The Utah State Archives would also like to thank the Utah Humanities Council for helping make presenters available through their 18th annual Utah Book Festival program, as well as providing grant funding that assisted with the promotion of this year’s Utah Archives Month events.
Until next October!
The Utah State Archives is proud to announce that we will be an exhibitor at one of the largest genealogical conferences in the world, a combined meeting for RootsTech and the Federation of Genealogical Societies in Salt Lake City, Utah from February 12-14, 2015. We’re excited to connect with both those who know of our extensive resources available for family history and those who may not (yet). Look for us in the Expo Hall of the Salt Palace in booth #1226!
Thursday, October 24 at Noon
U.S. Highway 89: The Scenic Route to Seven Western National Parks is a visual guide to seven of America’s favorite national parks, hometown events and quirky roadside attractions linked by U.S. 89. Scenic Highway 89 traces the stories of legendary trappers, missionaries and homesteaders. Widened in the Roaring Twenties to satisfy America’s motoring enthusiasts, but bypassed by modern interstates, the 1,600 mile route from Canada to Mexico retains its back-roads charm. From Yellowstone to the Grand Canyon, beauty queens to working cowboys, Ann Torrence’s stunning images and engaging text capture the enduring spirit of the west.
Writer and photographer, Ann Torrence drove over 15,000 miles to research and photograph U.S. Highway 89. Her documentary style explores the interplay of the human element and landscape; transformations of culture–what is kept, lost, and reinvented; and the iconography of the American West.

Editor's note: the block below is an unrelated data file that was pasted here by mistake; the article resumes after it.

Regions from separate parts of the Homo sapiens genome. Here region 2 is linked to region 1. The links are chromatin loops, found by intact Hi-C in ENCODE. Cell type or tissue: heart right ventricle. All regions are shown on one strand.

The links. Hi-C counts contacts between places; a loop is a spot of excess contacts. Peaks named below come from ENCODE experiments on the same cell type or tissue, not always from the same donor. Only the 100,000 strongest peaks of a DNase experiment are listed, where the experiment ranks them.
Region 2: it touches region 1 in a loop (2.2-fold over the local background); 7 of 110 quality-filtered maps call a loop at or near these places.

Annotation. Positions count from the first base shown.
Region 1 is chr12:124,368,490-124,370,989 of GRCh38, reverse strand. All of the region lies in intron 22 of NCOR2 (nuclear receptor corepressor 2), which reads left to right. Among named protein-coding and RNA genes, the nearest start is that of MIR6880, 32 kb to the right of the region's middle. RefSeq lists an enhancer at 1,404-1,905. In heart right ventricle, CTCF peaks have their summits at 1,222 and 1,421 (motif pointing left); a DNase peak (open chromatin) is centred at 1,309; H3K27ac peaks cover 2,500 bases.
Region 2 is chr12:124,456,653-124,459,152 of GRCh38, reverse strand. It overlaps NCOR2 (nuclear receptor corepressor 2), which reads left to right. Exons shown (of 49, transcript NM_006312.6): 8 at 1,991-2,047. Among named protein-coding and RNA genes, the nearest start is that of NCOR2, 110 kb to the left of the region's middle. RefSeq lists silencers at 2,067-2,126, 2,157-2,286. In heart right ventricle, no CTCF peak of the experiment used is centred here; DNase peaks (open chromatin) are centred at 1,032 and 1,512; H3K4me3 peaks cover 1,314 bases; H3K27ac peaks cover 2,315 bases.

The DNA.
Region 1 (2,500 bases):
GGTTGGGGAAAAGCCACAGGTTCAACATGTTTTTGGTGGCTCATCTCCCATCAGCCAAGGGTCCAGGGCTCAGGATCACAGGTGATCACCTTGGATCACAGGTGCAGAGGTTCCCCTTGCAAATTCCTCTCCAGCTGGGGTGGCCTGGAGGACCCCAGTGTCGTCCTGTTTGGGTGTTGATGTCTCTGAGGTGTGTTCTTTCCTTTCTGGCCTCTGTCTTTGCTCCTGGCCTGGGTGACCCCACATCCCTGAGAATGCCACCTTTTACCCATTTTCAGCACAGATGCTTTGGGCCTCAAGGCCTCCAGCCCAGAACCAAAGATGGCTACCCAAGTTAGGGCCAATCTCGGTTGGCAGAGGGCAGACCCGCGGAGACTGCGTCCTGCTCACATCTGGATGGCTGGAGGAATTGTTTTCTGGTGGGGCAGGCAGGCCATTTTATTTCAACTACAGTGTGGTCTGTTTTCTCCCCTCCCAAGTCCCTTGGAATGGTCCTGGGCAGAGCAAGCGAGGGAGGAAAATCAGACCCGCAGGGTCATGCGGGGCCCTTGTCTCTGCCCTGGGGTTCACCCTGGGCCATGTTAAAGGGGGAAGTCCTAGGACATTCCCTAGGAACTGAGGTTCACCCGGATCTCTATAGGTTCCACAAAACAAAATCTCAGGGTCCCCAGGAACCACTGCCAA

Following Ann’s remarks, staff of the Utah State Archives will provide a public demonstration of the new Highway 89 Digital Collections online initiative. This project is designed to gather and document the prized historical collections from various institutions throughout the region, all of which detail the important history that has happened along Highway 89.
Monday, October 21 at Noon
25th Street Confidential traces Ogden’s transformation from quiet hamlet to chaotic transcontinental railroad junction as waves of non-Mormon fortune seekers swelled the city’s population. The street’s outsized role in Ogden annals illuminates larger themes in Utah and U.S. history. Most significantly, 25th Street was a crucible of Mormon-Gentile conflict, especially after the non-Mormon Liberal Party deprived its rival, the People’s Party, of long-standing control of Ogden’s municipal government in 1889. In the early twentieth-century the street was targeted in statewide Progressive Era reform efforts, and during Prohibition it would come to epitomize the futility of liquor abatement programs.